Like a diamond in the rough, the Waterbury Republican American newspaper in the heart of Big Labor Connecticut is willing to stand up for taxpayers against the political power of union bosses even when the politicians won’t. Their latest editorial about the construction of a local elementary school is a perfect example.
Confronted last week with a choice between giving taxpayers less and adopting a risk-free strategy with high potential to give taxpayers more, Waterbury’s Board of Education gave taxpayers less, possibly at a higher price.
Members were shocked when bids for Gilmartin Elementary School renovations came in $7.5 million over the expected $26.2 million budget. The proposal called for a Project Labor Agreement (PLA) that effectively excluded nonunion contractors from bidding. Independent and Republican board members, joined by an unaffiliated member and a lonely Democrat, Coleen Flaherty-Merritt, wanted to drop the PLA for the Gilmartin project. The board owes it to taxpayers “to look at every factor we can to bring (the project) in on time and on budget,” unaffiliated board member Ann M. Sweeney said at the Sept. 2 meeting.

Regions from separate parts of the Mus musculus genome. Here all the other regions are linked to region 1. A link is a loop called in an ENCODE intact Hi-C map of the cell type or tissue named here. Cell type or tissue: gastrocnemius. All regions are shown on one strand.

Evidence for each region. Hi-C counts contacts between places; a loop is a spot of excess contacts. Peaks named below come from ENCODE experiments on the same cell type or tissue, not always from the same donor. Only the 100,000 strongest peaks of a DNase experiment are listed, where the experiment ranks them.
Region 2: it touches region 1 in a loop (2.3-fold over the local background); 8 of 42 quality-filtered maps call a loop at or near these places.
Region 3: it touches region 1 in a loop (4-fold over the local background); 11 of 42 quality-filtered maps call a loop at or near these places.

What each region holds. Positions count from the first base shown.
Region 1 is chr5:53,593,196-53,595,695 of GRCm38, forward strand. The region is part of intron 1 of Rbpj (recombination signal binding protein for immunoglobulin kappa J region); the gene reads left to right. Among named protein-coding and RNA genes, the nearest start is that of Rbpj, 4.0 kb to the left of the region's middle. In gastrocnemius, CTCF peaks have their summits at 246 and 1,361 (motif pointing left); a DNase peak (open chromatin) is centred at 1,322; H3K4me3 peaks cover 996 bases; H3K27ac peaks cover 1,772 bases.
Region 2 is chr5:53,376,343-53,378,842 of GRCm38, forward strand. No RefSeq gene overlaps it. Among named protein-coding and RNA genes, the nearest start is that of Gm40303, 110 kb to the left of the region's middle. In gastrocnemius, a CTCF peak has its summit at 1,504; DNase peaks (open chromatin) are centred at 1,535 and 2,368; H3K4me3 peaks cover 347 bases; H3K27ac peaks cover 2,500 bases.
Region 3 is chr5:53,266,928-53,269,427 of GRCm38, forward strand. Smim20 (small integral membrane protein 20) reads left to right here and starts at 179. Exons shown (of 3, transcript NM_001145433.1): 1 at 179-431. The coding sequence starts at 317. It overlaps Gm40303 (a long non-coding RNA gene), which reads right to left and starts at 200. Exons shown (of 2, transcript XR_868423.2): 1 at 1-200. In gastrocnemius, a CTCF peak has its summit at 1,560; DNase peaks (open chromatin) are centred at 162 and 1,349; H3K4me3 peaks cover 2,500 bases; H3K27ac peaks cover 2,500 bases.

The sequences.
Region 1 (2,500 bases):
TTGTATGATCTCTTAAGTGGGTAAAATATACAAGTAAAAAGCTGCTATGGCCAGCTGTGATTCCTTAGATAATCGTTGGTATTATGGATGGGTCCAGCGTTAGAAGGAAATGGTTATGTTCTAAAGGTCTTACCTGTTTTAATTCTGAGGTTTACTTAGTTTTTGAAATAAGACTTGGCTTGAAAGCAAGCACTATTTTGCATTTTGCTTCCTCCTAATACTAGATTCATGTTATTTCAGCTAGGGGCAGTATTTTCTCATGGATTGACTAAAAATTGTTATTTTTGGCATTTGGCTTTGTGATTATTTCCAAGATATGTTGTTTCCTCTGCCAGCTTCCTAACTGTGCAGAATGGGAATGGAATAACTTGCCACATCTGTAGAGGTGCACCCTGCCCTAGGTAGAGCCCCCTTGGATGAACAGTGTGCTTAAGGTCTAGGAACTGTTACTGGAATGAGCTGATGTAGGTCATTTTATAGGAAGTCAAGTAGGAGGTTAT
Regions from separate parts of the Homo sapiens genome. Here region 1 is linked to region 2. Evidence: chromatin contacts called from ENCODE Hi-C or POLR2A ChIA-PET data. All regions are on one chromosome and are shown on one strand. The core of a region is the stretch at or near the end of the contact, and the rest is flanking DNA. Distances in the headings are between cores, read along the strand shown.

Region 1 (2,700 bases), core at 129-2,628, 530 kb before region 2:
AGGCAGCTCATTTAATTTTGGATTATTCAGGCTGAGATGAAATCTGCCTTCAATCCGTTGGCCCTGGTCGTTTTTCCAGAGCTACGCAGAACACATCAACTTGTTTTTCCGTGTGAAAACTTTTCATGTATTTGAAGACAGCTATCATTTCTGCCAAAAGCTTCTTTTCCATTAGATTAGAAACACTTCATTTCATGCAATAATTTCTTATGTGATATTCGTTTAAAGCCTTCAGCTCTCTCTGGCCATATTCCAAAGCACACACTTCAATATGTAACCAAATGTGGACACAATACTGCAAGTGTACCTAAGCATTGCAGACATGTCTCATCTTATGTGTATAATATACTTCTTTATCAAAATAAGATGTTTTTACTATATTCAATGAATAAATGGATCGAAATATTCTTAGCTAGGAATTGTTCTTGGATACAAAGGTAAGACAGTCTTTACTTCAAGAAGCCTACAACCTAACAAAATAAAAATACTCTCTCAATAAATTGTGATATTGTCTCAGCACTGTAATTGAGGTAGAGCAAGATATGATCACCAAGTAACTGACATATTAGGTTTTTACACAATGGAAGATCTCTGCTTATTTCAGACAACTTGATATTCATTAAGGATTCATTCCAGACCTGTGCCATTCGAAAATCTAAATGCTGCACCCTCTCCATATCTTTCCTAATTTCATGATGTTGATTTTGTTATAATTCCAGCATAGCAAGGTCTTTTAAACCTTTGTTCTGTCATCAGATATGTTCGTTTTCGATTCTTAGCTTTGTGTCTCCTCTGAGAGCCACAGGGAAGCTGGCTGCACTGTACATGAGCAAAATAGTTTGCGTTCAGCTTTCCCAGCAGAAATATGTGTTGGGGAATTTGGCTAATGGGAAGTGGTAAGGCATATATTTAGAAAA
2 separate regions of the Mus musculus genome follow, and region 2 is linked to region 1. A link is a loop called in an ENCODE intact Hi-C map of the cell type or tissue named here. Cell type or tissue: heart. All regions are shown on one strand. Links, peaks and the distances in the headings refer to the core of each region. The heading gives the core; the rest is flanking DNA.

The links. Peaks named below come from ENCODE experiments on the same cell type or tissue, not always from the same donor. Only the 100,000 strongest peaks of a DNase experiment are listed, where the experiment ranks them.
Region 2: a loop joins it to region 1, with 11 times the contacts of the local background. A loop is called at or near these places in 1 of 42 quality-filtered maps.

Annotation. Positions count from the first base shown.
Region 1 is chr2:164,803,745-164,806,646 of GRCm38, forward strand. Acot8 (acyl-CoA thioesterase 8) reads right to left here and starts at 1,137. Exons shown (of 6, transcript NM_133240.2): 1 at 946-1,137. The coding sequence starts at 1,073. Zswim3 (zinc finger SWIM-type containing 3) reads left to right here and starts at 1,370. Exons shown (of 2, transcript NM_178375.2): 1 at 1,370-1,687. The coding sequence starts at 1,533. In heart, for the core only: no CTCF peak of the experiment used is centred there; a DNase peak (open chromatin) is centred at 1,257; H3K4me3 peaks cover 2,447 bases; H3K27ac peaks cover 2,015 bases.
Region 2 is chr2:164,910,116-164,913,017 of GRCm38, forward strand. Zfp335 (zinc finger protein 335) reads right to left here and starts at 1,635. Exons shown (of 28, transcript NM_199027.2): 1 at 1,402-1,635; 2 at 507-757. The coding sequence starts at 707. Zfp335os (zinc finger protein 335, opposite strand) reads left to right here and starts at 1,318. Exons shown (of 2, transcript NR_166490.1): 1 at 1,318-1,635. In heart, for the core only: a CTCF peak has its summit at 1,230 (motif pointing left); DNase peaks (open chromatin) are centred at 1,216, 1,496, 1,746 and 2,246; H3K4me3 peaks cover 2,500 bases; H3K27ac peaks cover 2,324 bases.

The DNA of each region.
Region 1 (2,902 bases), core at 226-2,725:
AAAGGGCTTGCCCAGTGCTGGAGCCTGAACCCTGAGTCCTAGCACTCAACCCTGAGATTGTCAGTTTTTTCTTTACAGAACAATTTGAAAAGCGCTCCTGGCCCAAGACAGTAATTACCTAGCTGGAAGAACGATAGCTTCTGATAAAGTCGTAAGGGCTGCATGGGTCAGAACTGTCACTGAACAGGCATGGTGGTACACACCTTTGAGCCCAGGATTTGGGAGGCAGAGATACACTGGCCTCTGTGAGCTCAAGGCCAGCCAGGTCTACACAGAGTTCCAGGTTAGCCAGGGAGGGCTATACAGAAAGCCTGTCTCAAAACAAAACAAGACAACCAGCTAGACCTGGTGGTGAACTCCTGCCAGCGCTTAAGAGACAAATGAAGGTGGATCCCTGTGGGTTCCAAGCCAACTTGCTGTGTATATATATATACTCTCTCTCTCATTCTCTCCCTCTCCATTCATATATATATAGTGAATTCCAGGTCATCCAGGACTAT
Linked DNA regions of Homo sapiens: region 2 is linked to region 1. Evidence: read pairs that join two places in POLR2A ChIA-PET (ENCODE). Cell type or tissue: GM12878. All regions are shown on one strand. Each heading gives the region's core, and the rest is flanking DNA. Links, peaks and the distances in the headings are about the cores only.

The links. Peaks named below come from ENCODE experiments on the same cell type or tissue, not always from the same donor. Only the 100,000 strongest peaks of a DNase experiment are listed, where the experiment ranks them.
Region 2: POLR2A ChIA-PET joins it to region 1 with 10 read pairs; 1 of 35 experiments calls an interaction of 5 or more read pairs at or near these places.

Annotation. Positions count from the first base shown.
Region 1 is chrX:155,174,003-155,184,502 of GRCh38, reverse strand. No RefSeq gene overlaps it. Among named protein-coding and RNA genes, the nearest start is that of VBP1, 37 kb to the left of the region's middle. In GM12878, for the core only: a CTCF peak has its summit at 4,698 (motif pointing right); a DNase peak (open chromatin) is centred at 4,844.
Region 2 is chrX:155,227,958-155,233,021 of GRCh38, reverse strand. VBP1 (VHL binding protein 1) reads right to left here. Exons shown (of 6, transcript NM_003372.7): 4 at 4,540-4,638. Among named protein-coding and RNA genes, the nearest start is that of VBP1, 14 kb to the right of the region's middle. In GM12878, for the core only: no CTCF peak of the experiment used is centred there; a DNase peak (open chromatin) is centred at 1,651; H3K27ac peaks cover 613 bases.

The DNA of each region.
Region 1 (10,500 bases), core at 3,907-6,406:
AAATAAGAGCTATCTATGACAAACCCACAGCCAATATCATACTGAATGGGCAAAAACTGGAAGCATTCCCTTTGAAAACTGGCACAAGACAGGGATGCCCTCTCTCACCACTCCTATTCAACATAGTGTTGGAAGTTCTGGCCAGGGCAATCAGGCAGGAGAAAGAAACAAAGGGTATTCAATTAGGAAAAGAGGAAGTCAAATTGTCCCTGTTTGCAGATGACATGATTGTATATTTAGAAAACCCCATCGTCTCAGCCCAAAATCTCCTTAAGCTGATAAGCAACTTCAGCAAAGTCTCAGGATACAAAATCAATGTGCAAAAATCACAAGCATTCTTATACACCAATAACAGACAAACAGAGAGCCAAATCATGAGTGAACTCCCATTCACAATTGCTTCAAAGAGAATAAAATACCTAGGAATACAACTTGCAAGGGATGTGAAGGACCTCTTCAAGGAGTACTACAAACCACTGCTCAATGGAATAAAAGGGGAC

Nobody knows whether the union-only provision inflated the price. But the answer is simple enough to find: let union and nonunion contractors compete as equals. The numbers will tell the tale.
Unfortunately for the taxpayers of Connecticut, the Board of Education knows that competition will bring lower costs to most any project including the construction of local schools. But with the power of local union bosses, most politicians refuse to cross them:
The five Democrats who remained in lockstep after Ms. Flaherty-Merritt broke ranks produced a 5-5 tie vote Sept. 2, leaving the PLA intact. As an ex officio member of the board, Mayor Michael J. Jarjura could have broken the tie, but he did not attend. Having settled the PLA issue, the board approved, 7-3, a plan to bring forward a cheaper design.